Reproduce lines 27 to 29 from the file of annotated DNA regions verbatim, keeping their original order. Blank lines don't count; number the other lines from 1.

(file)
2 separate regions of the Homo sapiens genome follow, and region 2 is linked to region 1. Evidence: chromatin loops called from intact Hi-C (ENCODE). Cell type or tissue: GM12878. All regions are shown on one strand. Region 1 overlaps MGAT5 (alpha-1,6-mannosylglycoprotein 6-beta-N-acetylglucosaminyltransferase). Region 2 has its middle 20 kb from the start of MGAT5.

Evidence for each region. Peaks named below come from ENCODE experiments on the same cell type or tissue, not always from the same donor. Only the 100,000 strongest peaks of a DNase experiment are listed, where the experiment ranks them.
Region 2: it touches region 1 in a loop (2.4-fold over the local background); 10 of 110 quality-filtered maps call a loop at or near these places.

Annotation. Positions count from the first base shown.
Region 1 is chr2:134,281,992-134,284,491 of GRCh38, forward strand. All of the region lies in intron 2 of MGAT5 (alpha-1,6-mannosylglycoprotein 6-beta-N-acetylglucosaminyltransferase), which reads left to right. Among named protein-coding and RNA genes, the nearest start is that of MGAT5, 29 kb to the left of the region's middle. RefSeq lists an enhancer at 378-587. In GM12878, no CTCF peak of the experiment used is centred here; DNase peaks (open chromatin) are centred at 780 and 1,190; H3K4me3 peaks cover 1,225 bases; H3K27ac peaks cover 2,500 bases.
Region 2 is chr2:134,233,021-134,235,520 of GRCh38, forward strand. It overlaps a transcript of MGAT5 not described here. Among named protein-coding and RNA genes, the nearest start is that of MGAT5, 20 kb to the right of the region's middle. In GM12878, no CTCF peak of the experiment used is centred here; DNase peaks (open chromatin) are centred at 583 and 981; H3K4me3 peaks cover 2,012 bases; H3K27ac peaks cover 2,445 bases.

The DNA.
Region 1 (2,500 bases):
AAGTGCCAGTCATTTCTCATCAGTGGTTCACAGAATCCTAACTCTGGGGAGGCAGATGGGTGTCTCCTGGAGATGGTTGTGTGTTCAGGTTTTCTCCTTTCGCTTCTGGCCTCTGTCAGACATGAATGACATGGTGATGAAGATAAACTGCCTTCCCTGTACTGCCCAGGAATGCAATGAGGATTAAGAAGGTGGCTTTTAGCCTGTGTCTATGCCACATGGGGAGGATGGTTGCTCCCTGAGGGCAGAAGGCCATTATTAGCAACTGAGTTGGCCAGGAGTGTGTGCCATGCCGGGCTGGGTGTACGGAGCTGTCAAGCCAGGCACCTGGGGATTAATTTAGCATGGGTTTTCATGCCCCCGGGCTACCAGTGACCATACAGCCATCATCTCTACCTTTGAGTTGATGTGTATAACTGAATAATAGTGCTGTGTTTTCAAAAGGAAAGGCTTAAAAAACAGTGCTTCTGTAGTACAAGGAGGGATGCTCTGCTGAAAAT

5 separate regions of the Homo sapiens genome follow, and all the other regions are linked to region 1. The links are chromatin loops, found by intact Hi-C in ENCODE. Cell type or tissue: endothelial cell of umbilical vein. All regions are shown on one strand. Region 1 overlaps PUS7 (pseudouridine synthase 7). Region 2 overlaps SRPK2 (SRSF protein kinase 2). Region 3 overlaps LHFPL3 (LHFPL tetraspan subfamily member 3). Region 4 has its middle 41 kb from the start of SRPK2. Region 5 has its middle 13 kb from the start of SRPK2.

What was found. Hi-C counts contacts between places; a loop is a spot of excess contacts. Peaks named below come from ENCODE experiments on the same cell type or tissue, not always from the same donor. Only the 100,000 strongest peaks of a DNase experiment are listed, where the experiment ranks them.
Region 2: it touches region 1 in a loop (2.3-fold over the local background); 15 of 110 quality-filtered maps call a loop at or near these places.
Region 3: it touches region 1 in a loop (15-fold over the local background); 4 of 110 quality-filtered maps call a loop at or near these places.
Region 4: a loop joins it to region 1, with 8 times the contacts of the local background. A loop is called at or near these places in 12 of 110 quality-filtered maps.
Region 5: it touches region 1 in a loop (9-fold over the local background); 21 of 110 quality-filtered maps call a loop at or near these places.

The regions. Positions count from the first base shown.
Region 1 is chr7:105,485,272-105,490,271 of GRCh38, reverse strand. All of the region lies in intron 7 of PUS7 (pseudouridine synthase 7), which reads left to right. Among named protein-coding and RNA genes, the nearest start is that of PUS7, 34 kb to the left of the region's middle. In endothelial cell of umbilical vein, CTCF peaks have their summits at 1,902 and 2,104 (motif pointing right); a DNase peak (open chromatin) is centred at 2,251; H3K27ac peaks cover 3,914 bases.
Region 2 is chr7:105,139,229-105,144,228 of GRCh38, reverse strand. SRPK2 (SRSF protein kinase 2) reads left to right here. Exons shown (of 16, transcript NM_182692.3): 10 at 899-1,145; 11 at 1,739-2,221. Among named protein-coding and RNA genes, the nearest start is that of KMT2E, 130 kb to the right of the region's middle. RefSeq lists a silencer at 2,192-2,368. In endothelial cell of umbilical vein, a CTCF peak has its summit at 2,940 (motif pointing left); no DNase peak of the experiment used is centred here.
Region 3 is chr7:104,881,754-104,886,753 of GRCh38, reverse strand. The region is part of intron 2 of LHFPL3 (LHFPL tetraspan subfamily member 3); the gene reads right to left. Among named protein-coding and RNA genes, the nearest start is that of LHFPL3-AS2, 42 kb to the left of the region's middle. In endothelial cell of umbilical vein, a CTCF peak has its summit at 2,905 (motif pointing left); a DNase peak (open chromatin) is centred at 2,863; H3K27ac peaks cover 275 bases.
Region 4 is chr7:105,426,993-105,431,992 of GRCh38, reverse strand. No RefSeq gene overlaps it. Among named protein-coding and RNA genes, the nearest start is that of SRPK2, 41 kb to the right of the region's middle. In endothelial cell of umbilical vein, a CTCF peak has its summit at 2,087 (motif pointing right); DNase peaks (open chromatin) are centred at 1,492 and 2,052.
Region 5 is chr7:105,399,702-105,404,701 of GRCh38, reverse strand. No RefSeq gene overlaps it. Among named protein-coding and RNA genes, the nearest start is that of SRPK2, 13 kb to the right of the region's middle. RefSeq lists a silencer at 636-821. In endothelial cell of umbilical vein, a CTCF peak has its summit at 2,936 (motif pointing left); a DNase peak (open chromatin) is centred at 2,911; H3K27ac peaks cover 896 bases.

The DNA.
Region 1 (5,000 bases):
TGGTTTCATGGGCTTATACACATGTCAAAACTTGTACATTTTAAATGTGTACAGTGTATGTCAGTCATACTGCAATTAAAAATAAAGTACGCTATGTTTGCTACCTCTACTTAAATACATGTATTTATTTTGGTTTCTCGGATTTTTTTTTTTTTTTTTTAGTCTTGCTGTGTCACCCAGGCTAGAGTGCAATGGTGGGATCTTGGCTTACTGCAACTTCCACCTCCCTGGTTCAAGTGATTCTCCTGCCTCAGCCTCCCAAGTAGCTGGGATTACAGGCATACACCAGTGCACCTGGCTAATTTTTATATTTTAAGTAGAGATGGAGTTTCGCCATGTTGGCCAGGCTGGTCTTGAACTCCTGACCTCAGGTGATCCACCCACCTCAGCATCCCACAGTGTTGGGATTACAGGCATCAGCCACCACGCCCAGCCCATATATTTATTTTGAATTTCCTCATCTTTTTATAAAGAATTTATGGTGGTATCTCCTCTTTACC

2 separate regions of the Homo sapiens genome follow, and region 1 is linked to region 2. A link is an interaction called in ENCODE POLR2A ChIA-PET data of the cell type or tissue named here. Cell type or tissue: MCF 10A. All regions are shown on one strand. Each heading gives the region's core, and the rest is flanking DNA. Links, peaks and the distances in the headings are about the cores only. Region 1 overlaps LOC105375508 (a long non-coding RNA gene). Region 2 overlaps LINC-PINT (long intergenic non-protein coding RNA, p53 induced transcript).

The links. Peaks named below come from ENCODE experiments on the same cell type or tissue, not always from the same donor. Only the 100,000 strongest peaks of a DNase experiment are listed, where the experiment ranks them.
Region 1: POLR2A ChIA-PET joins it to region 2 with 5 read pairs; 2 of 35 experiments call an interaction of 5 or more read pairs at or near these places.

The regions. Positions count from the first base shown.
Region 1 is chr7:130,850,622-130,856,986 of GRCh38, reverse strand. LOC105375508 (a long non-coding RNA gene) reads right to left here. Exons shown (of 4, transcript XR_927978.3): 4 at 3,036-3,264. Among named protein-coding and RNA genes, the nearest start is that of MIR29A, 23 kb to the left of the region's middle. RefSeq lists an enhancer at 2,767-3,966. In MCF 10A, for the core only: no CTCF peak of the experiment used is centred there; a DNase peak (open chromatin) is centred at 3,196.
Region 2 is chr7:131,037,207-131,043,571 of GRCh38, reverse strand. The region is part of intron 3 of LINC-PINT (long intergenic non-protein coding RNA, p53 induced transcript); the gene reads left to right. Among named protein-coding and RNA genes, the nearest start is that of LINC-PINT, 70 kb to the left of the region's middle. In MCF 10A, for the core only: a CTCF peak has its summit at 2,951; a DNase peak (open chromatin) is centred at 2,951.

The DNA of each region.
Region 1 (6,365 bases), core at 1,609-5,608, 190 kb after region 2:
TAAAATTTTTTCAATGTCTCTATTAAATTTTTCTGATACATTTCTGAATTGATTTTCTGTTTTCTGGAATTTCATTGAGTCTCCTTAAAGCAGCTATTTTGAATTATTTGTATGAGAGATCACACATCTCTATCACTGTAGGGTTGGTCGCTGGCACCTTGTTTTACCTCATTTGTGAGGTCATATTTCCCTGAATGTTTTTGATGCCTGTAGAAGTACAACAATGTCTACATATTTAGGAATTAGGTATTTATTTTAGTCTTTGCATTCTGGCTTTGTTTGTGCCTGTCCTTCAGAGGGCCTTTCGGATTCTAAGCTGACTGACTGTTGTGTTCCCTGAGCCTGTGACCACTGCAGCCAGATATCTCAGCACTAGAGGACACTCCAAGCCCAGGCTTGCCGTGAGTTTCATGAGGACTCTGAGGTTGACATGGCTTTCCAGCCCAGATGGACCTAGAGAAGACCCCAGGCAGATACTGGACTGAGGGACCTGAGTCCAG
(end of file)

Region 1: POLR2A ChIA-PET joins it to region 2 with 5 read pairs; 2 of 35 experiments call an interaction of 5 or more read pairs at or near these places.

The regions. Positions count from the first base shown.
Region 1 is chr7:130,850,622-130,856,986 of GRCh38, reverse strand. LOC105375508 (a long non-coding RNA gene) reads right to left here. Exons shown (of 4, transcript XR_927978.3): 4 at 3,036-3,264. Among named protein-coding and RNA genes, the nearest start is that of MIR29A, 23 kb to the left of the region's middle. RefSeq lists an enhancer at 2,767-3,966. In MCF 10A, for the core only: no CTCF peak of the experiment used is centred there; a DNase peak (open chromatin) is centred at 3,196.